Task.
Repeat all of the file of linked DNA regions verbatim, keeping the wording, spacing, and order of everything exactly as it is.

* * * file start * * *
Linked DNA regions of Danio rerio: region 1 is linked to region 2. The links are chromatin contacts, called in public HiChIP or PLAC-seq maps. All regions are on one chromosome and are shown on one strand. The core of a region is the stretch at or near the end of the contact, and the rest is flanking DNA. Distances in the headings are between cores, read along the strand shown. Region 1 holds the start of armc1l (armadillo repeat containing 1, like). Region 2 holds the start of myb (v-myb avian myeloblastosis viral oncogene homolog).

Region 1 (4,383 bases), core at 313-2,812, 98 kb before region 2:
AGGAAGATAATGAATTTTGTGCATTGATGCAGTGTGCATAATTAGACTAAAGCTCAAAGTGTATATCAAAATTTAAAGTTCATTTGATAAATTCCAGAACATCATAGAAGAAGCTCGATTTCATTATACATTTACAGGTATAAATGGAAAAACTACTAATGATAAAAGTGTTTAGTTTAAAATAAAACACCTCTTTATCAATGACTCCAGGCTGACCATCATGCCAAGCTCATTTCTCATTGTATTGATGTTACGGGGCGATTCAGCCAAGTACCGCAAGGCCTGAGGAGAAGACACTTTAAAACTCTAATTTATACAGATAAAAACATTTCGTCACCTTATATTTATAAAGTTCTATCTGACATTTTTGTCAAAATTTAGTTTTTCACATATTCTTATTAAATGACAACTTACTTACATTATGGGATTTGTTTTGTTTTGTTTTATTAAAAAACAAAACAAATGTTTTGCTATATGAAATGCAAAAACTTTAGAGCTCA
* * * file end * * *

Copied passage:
Linked DNA regions of Danio rerio: region 1 is linked to region 2. The links are chromatin contacts, called in public HiChIP or PLAC-seq maps. All regions are on one chromosome and are shown on one strand. The core of a region is the stretch at or near the end of the contact, and the rest is flanking DNA. Distances in the headings are between cores, read along the strand shown. Region 1 holds the start of armc1l (armadillo repeat containing 1, like). Region 2 holds the start of myb (v-myb avian myeloblastosis viral oncogene homolog).

Region 1 (4,383 bases), core at 313-2,812, 98 kb before region 2:
AGGAAGATAATGAATTTTGTGCATTGATGCAGTGTGCATAATTAGACTAAAGCTCAAAGTGTATATCAAAATTTAAAGTTCATTTGATAAATTCCAGAACATCATAGAAGAAGCTCGATTTCATTATACATTTACAGGTATAAATGGAAAAACTACTAATGATAAAAGTGTTTAGTTTAAAATAAAACACCTCTTTATCAATGACTCCAGGCTGACCATCATGCCAAGCTCATTTCTCATTGTATTGATGTTACGGGGCGATTCAGCCAAGTACCGCAAGGCCTGAGGAGAAGACACTTTAAAACTCTAATTTATACAGATAAAAACATTTCGTCACCTTATATTTATAAAGTTCTATCTGACATTTTTGTCAAAATTTAGTTTTTCACATATTCTTATTAAATGACAACTTACTTACATTATGGGATTTGTTTTGTTTTGTTTTATTAAAAAACAAAACAAATGTTTTGCTATATGAAATGCAAAAACTTTAGAGCTCA